Some time ago I wrote here about celebrated people to whom Ithaca can lay partial claim as one-time residents. I didn’t get any questions from readers about Nabokov, Hans Bethe, Carl Sagan, or any others besides Ricky Jay. Who is Ricky Jay?

Ricky Jay is not a novelist, physicist, astronomer, or anything else that might win a Nobel Prize. He is a sleight of hand artist, the best in the world. 

Ricky Jay lived in Ithaca for most of a decade in the late ‘60s and early ‘70s while attending (and not attending) Cornell. He made his first appearance on national TV then. He’s had a prodigious career ever since. 

This week, Jay is appearing for three nights at the Sheen Theater in Manhattan in a program called “Cons, Cards, and Conversation: An Evening With Ricky Jay.” The event gave little advance notice: Jay’s appearances don’t need much promotion. The three shows will sell out, even though they are on weeknights, are not full-scale performances, and tickets are $177. (Orchestra seats are currently on StubHub for $280, even before the shows sell out.) The front row of Jay’s shows tend to seat people like Jack Nicholson and Jay Z.

Sleight of hand involves a choreography of slight, furtive movements and large, distracting ones, accompanied by a fluid verbosity (“patter”) to misdirect and frame the perceptions of the audience. Jay’s capacities in this realm are practically supernatural, although achieved, like a concert violinist’s, through singular dedication and endless practice. In his art, Jay is like Paganini, but without any Heifetz, nor any other player to compare.

Sleight of hand also, of course, involves entertainment. Few of Jay’s tricks (or, more properly, “pieces”) are simple enough to describe in a paragraph, but here’s one.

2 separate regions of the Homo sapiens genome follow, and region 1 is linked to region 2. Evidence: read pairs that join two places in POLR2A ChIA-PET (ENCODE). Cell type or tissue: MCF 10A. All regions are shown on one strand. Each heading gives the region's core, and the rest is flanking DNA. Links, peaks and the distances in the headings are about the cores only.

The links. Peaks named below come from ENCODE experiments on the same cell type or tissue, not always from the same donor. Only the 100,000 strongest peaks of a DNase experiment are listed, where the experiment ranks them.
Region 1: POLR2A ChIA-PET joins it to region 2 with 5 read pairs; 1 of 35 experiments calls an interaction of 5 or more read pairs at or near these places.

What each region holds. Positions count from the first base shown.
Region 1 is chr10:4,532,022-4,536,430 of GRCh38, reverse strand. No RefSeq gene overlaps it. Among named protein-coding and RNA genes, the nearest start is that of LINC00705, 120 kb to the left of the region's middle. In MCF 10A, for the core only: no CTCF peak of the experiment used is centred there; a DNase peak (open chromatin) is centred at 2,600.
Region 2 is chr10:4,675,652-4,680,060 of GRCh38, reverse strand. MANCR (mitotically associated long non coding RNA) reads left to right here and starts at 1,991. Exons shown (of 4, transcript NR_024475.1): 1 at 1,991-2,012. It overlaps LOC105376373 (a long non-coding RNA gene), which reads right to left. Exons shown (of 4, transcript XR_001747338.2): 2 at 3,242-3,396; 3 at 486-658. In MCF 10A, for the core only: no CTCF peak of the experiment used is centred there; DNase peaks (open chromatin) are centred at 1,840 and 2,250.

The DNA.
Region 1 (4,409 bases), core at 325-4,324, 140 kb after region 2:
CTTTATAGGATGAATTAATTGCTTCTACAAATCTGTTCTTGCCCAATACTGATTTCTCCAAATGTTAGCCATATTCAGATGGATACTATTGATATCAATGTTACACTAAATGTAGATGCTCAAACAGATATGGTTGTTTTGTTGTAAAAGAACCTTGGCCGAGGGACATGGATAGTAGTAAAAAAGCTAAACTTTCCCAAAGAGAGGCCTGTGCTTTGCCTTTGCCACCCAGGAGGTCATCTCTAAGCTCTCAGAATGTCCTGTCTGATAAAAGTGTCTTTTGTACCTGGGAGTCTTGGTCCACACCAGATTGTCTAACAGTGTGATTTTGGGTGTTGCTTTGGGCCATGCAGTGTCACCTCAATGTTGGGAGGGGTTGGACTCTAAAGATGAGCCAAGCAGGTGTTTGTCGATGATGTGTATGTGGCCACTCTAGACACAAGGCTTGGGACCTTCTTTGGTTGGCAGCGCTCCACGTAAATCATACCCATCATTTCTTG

Jay asks two audience members to each think of a card, and hold it in mind. He elaborately shuffles a deck of cards (in fans and cascades, with a rapid rap of jokes and asides) and cuts it into two stacks. He asks the two people to announce their cards. When they do, Jay flips the top card of each stack. There are the two named cards.

(Even if it were a set-up, and Jay knew the two cards in advance, it would hardly matter. He still has to make those two cards turn up.)

The Guinness Book of World Records certifies Jay’s ability to throw a card 190 feet at 90 miles per hour. That is further, faster, than a major league catcher can throw a baseball from home plate to second base. A baseball is considerably more aerodynamic than the Jack of Hearts.

Jay can throw a card through the rind of a watermelon. He can throw one from a stage of a 1,500-seat theater to the back row of the balcony. He can toss a card ten feet into the air in an arc that brings it back to him to catch like a boomerang.

Jay has written eleven books on the history and practice of eccentric arts and entertainments. His latest one was augmented by an exhibit at the Metropolitan Museum of Art.

He is the subject of a 2012 feature documentary, “Deceptive Practices: The Mysteries and Mentors of Ricky Jay.” Cornell Cinema screened it in September, 2013, and Jay came back to his alma mater to speak.  

 

Jay famously, in interviews, does not (as in, will not) revisit his past, but he did that night. He mentioned having attended the Hotel School, and taking a long time to graduate because he spent so much time each semester not in Statler Hall, but in the Royal Palm Tavern on Dryden Road, practicing shuffles and pieces on the bar. He said that his academic listlessness deepened an estrangement from his family, and fostered an aversion to looking back too much.

“Genius” does not refer to the ability to graduate from the Hotel School in four years. Nor does it refer strictly to numerical I.Q.  It refers to exceptional creative power and natural ability.

In his decades of renown as a prestidigitator, entertainer, and scholar, Ricky Jay is arguably more exceptional in his field than Nabokov, Bethe, or Sagan in theirs. There are other brilliant novelists, physicists, and astronomers. There’s only one Ricky Jay. Even if “genius” doesn’t apply, “sui generis” does.  

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